Anyway....great forecasting, guys and gals have nailed the weather the last few months...


Unknown said...

Dr. Mass, I've heard you and others say that the El Nino/La Nina signal really manifests itself in the winter as slightly warmer and drier or slightly colder and wetter respectively and that no summer pattern could be statistically detected in the PNW. Yet here you say that we should expect a different summer because of the switch from El Nino to La Nina. Is there in fact a statistically detectable summer signal associated with ENSO?

Unknown said...

Is The La Niña effect similar to El Niño in that. It doesn't start to affect us until January?

Richard of Woods Designs said...

I am an avid reader of your blog as I find meteorology fascinating

I am a keen sailor and will be racing in the R2Ak from Port Townsend to Ketchikan starting June 23rd. See here Last year the race started earlier and there were strong NW winds in both the St of Georgia and Johnstone St.

Am I correct in thinking that this years La Nina will mean on average lower, less stable, high pressure sytems? Which in turn would mean weaker NW winds, especially in Johnstone St and maybe more southerlies further north.

Any guidance you can give on probabilities would be really welcomed so we can get a feel for what might happen

Thank you very much!

Foo said...

A bit of a tangent, but I am perplexed at how the central Sound, and the Seattle area in particular, seems to be kryptonite for the kind of rain squalls moving over the area today. I have watched very heavy shower plaster the Kitsap, Bainbridge, and the Eastside. In between, I saw at least a half dozen waves of heavy shower get as far as a line from White Center to Renton - and then completely dissipate in the space of 10 or 15 minutes.

This isn't rain shadowing - the flow is from the south-southwest. It also isn't due to any other orographics - a series of heavy showers passed less than 10 miles west of Seattle, some over the open Sound or the east shore of Lake Washington well below the Olympic foothills or Renton Highlands.

Maybe this is just a matter of selective perception, but I could swear this happens consistently with weather systems. I don't know why, but it annoys the heck out of me, and I would love to know why it happens. Or maybe I should just move to Tacoma and get all of the weather before it meets its doom over Beacon Hill :-)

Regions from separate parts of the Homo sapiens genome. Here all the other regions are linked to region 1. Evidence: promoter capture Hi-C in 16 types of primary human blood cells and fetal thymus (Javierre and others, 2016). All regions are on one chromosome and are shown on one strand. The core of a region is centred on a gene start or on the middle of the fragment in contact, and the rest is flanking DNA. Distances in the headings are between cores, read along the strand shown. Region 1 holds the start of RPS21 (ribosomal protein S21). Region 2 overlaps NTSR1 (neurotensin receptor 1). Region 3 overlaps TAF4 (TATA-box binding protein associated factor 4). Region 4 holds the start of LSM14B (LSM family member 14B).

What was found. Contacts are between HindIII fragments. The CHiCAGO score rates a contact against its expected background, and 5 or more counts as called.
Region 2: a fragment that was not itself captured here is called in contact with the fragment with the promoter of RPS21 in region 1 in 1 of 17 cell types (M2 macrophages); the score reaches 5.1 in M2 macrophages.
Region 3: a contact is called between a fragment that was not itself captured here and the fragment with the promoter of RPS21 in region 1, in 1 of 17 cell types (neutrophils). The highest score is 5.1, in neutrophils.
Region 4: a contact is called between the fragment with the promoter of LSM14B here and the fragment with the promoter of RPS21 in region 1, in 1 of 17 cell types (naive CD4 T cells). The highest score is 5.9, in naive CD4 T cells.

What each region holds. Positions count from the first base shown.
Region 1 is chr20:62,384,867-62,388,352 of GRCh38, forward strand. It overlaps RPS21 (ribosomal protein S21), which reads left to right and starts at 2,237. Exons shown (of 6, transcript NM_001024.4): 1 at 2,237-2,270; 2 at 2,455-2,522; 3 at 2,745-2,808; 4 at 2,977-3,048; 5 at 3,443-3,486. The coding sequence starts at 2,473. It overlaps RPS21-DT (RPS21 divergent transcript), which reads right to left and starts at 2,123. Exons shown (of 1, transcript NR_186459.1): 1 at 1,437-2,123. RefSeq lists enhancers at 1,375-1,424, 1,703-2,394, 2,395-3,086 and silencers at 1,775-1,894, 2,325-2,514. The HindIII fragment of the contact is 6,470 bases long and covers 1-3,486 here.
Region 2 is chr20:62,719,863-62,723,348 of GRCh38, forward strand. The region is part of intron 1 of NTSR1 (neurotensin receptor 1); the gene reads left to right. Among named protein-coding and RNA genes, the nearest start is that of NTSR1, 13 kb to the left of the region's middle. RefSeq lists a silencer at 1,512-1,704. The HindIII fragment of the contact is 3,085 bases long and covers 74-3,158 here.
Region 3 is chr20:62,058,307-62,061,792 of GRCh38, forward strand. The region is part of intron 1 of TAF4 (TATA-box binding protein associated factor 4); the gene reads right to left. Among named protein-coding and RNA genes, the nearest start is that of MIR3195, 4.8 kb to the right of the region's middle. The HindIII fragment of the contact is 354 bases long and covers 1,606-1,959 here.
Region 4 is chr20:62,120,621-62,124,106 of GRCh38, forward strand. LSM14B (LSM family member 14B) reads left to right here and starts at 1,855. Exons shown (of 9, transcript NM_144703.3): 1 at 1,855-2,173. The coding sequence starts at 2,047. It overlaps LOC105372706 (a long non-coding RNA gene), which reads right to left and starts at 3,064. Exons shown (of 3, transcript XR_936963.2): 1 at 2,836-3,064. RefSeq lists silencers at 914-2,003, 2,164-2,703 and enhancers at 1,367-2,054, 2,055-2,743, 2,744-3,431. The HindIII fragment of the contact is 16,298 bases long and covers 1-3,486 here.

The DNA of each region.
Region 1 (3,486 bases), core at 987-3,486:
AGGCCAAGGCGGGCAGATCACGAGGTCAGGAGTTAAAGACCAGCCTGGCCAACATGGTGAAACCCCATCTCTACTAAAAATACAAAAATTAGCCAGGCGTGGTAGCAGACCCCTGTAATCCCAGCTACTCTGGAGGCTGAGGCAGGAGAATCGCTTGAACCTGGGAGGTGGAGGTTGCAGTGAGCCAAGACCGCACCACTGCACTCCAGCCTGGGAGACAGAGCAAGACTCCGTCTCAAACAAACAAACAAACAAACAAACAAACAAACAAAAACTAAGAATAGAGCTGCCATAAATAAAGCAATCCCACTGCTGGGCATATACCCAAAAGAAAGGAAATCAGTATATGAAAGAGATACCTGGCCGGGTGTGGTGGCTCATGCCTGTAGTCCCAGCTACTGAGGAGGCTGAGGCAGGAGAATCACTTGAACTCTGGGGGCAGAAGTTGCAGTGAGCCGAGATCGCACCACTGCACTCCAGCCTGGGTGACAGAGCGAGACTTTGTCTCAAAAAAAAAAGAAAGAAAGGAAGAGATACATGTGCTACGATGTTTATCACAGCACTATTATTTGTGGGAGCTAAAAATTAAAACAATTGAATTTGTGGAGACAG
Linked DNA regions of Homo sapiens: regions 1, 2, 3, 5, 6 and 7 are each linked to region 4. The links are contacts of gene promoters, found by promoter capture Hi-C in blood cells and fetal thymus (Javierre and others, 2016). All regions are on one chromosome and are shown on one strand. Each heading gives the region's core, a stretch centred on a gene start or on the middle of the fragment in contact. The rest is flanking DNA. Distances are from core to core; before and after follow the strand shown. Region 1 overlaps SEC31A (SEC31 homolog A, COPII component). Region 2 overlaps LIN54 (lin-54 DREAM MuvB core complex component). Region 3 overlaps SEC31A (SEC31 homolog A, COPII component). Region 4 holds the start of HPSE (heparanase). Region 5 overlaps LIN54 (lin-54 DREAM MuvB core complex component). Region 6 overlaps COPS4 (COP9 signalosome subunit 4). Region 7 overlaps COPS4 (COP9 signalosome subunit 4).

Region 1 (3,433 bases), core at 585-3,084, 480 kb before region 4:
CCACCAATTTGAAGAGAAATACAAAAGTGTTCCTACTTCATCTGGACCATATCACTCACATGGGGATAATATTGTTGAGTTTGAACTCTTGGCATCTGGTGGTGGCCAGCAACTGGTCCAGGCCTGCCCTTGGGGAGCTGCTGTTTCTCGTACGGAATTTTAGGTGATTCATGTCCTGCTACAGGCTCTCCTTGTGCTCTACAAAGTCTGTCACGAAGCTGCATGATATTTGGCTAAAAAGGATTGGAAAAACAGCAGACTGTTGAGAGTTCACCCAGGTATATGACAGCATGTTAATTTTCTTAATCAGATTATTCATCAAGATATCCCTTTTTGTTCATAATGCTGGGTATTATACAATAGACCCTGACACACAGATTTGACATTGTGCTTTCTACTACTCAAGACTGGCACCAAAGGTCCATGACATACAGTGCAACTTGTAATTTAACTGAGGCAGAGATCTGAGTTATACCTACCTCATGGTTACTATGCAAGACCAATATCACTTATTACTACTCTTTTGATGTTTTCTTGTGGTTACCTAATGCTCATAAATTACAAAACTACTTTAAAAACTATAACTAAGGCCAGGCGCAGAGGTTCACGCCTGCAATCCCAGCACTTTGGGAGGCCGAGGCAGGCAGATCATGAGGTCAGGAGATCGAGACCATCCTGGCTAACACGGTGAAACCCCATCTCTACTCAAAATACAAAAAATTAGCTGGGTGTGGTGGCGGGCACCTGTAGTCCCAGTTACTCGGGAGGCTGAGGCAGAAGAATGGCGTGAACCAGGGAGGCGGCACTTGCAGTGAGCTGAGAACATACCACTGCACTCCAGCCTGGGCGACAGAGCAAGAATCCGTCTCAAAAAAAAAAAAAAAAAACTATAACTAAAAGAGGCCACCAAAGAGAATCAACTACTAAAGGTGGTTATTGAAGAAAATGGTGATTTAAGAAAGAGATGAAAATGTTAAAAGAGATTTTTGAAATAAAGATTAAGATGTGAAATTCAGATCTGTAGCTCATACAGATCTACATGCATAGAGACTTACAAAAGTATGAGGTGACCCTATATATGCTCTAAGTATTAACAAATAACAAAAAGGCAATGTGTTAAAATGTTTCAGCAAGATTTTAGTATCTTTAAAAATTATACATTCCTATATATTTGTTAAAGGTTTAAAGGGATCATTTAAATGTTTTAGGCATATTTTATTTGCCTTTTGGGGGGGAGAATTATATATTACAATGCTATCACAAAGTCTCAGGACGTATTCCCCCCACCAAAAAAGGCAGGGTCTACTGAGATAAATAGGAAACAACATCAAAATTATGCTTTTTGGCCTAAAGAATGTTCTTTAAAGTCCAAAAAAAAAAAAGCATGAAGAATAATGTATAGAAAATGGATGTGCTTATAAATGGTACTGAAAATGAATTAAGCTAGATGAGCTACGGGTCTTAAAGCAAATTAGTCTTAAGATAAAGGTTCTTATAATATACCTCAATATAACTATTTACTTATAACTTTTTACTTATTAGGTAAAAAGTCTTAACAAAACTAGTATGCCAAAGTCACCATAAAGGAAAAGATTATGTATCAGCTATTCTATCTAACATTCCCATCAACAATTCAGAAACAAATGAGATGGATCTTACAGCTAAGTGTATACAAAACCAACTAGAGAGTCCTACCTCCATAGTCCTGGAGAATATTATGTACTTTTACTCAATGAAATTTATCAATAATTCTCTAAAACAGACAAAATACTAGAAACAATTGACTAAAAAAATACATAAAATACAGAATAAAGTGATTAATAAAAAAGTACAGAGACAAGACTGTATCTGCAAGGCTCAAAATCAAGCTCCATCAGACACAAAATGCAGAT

IM said...

Hi cliff - went to download Connors app but it's not compatible on my phone (Google Nexus 5x) bummer. Just so people know, a quick note in your post about what phones it's compatible with would be nice

7/10 said...

I've been a fan of your blog since seeing you give a presentation on the winds of Puget Sound and I too would appreciate your take on what may be expected during the R2AK.
Also a big fan of your work Mr. Woods. Good luck to you...


MimiTabby said...

oohhh but i planted tomatoes!

tracksdc89 said...

Dear Foo, I don't know how much condolence this will offer, but I had made the exact same observation (and, am relieved to see that I was not imagining it either). I had also seen the numerous radar echoes signaling abundant precip aroubd the Puget Sound, and was equally puzzled at their seemingly-selective avoidance of this metro area. Of course, it could all be pure coincidence that Seattle repeatedly missed out on these multiple, golden (and, in this season, rare) opportunities for a much-needed soaking, however the laws of probabity do not support the idea of repeated, pure coincidence in this particular instance (as you correctly pointed out, the inexplicable demise of each rain shower cannot be attributed to "rainshadow" or other natueal phenomena). I don't like seeing the grass, nor the leaves at the tops of trees turning so brown this prematurely (as I would assume neither do you). I would be surprised if any meteorologist, including our very competent friend Cliff, would be capable of explaining this "kriptonite" effect that you so adroitly pointed out, although I would be most eager to hear any theories. This dryness has been ongoing since Easter Monday - the inexplicable, overnight 180-degree switch from 5 months of much-above-average precip to (so far) 3 of much-below (even during these current marine pushes which normally favor precipitation). Question mark indeed!